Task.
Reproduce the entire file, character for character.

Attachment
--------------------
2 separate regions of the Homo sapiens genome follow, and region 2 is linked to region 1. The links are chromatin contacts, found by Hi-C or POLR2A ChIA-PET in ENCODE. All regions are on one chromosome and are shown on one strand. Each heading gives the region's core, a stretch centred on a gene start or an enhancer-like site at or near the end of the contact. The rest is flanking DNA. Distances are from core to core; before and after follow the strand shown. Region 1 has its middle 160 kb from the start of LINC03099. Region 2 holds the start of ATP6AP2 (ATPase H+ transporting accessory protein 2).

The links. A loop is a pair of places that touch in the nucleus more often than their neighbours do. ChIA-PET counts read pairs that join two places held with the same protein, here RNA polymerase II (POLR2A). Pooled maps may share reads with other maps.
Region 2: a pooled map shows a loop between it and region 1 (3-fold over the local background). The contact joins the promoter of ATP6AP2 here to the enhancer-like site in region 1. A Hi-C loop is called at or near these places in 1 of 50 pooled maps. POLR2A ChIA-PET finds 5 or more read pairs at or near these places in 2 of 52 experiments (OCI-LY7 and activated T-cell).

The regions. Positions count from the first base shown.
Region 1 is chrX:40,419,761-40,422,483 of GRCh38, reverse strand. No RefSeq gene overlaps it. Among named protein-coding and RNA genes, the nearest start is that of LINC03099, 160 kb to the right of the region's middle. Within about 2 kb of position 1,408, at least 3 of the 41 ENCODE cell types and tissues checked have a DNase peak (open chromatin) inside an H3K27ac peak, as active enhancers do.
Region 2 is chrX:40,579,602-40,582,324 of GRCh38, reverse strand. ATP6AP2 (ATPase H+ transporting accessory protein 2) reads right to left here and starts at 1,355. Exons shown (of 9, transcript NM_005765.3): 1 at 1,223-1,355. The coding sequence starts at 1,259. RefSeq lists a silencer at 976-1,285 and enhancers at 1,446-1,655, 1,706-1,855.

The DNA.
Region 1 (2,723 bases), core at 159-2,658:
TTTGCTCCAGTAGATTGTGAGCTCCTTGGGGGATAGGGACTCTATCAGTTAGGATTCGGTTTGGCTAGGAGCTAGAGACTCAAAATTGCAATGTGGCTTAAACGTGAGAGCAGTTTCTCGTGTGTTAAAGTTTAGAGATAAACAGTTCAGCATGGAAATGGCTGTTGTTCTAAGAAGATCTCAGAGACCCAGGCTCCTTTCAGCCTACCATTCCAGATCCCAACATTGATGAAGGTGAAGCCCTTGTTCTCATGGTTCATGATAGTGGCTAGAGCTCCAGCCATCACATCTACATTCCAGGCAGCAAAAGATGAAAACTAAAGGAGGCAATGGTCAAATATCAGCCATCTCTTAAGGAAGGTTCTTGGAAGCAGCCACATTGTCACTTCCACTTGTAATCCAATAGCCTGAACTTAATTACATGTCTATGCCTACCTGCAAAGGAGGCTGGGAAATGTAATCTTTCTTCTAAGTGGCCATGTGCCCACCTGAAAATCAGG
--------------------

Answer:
2 separate regions of the Homo sapiens genome follow, and region 2 is linked to region 1. The links are chromatin contacts, found by Hi-C or POLR2A ChIA-PET in ENCODE. All regions are on one chromosome and are shown on one strand. Each heading gives the region's core, a stretch centred on a gene start or an enhancer-like site at or near the end of the contact. The rest is flanking DNA. Distances are from core to core; before and after follow the strand shown. Region 1 has its middle 160 kb from the start of LINC03099. Region 2 holds the start of ATP6AP2 (ATPase H+ transporting accessory protein 2).

The links. A loop is a pair of places that touch in the nucleus more often than their neighbours do. ChIA-PET counts read pairs that join two places held with the same protein, here RNA polymerase II (POLR2A). Pooled maps may share reads with other maps.
Region 2: a pooled map shows a loop between it and region 1 (3-fold over the local background). The contact joins the promoter of ATP6AP2 here to the enhancer-like site in region 1. A Hi-C loop is called at or near these places in 1 of 50 pooled maps. POLR2A ChIA-PET finds 5 or more read pairs at or near these places in 2 of 52 experiments (OCI-LY7 and activated T-cell).

The regions. Positions count from the first base shown.
Region 1 is chrX:40,419,761-40,422,483 of GRCh38, reverse strand. No RefSeq gene overlaps it. Among named protein-coding and RNA genes, the nearest start is that of LINC03099, 160 kb to the right of the region's middle. Within about 2 kb of position 1,408, at least 3 of the 41 ENCODE cell types and tissues checked have a DNase peak (open chromatin) inside an H3K27ac peak, as active enhancers do.
Region 2 is chrX:40,579,602-40,582,324 of GRCh38, reverse strand. ATP6AP2 (ATPase H+ transporting accessory protein 2) reads right to left here and starts at 1,355. Exons shown (of 9, transcript NM_005765.3): 1 at 1,223-1,355. The coding sequence starts at 1,259. RefSeq lists a silencer at 976-1,285 and enhancers at 1,446-1,655, 1,706-1,855.

The DNA.
Region 1 (2,723 bases), core at 159-2,658:
TTTGCTCCAGTAGATTGTGAGCTCCTTGGGGGATAGGGACTCTATCAGTTAGGATTCGGTTTGGCTAGGAGCTAGAGACTCAAAATTGCAATGTGGCTTAAACGTGAGAGCAGTTTCTCGTGTGTTAAAGTTTAGAGATAAACAGTTCAGCATGGAAATGGCTGTTGTTCTAAGAAGATCTCAGAGACCCAGGCTCCTTTCAGCCTACCATTCCAGATCCCAACATTGATGAAGGTGAAGCCCTTGTTCTCATGGTTCATGATAGTGGCTAGAGCTCCAGCCATCACATCTACATTCCAGGCAGCAAAAGATGAAAACTAAAGGAGGCAATGGTCAAATATCAGCCATCTCTTAAGGAAGGTTCTTGGAAGCAGCCACATTGTCACTTCCACTTGTAATCCAATAGCCTGAACTTAATTACATGTCTATGCCTACCTGCAAAGGAGGCTGGGAAATGTAATCTTTCTTCTAAGTGGCCATGTGCCCACCTGAAAATCAGG